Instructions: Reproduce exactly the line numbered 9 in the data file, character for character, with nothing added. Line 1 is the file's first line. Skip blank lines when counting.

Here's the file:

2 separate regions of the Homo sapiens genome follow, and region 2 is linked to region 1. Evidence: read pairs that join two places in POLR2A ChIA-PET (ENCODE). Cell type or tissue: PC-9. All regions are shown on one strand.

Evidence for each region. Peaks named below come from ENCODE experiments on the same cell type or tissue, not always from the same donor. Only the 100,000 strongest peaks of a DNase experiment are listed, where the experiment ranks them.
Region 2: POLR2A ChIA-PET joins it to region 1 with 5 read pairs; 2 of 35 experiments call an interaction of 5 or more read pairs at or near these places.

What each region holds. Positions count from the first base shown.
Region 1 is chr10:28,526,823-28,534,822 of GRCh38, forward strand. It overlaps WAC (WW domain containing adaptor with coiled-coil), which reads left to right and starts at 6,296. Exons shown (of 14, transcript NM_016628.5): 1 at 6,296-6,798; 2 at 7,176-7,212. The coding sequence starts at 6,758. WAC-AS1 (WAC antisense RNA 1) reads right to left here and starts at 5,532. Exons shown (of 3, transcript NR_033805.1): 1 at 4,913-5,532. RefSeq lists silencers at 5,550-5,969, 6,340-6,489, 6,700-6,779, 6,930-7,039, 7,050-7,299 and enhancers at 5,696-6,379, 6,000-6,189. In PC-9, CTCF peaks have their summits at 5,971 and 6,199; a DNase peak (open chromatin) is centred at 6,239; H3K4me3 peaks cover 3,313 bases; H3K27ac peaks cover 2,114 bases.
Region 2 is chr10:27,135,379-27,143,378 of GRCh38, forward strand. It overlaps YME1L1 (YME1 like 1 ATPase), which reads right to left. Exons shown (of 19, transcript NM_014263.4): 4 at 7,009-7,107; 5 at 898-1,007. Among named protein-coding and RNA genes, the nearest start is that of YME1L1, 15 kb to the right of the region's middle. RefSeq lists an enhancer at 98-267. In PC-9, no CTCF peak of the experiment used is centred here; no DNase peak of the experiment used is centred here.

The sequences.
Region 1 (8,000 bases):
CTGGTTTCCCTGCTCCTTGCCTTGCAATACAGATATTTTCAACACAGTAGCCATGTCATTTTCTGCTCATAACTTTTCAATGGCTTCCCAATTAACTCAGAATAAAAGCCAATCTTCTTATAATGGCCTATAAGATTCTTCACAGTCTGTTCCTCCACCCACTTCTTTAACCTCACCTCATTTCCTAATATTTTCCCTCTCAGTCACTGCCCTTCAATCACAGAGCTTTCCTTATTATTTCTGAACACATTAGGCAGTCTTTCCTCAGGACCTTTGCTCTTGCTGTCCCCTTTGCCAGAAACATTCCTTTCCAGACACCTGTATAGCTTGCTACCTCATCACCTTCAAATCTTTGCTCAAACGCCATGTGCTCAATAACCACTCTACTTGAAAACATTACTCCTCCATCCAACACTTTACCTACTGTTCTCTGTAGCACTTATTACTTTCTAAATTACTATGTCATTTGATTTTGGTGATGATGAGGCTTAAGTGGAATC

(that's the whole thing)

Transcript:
CTGGTTTCCCTGCTCCTTGCCTTGCAATACAGATATTTTCAACACAGTAGCCATGTCATTTTCTGCTCATAACTTTTCAATGGCTTCCCAATTAACTCAGAATAAAAGCCAATCTTCTTATAATGGCCTATAAGATTCTTCACAGTCTGTTCCTCCACCCACTTCTTTAACCTCACCTCATTTCCTAATATTTTCCCTCTCAGTCACTGCCCTTCAATCACAGAGCTTTCCTTATTATTTCTGAACACATTAGGCAGTCTTTCCTCAGGACCTTTGCTCTTGCTGTCCCCTTTGCCAGAAACATTCCTTTCCAGACACCTGTATAGCTTGCTACCTCATCACCTTCAAATCTTTGCTCAAACGCCATGTGCTCAATAACCACTCTACTTGAAAACATTACTCCTCCATCCAACACTTTACCTACTGTTCTCTGTAGCACTTATTACTTTCTAAATTACTATGTCATTTGATTTTGGTGATGATGAGGCTTAAGTGGAATC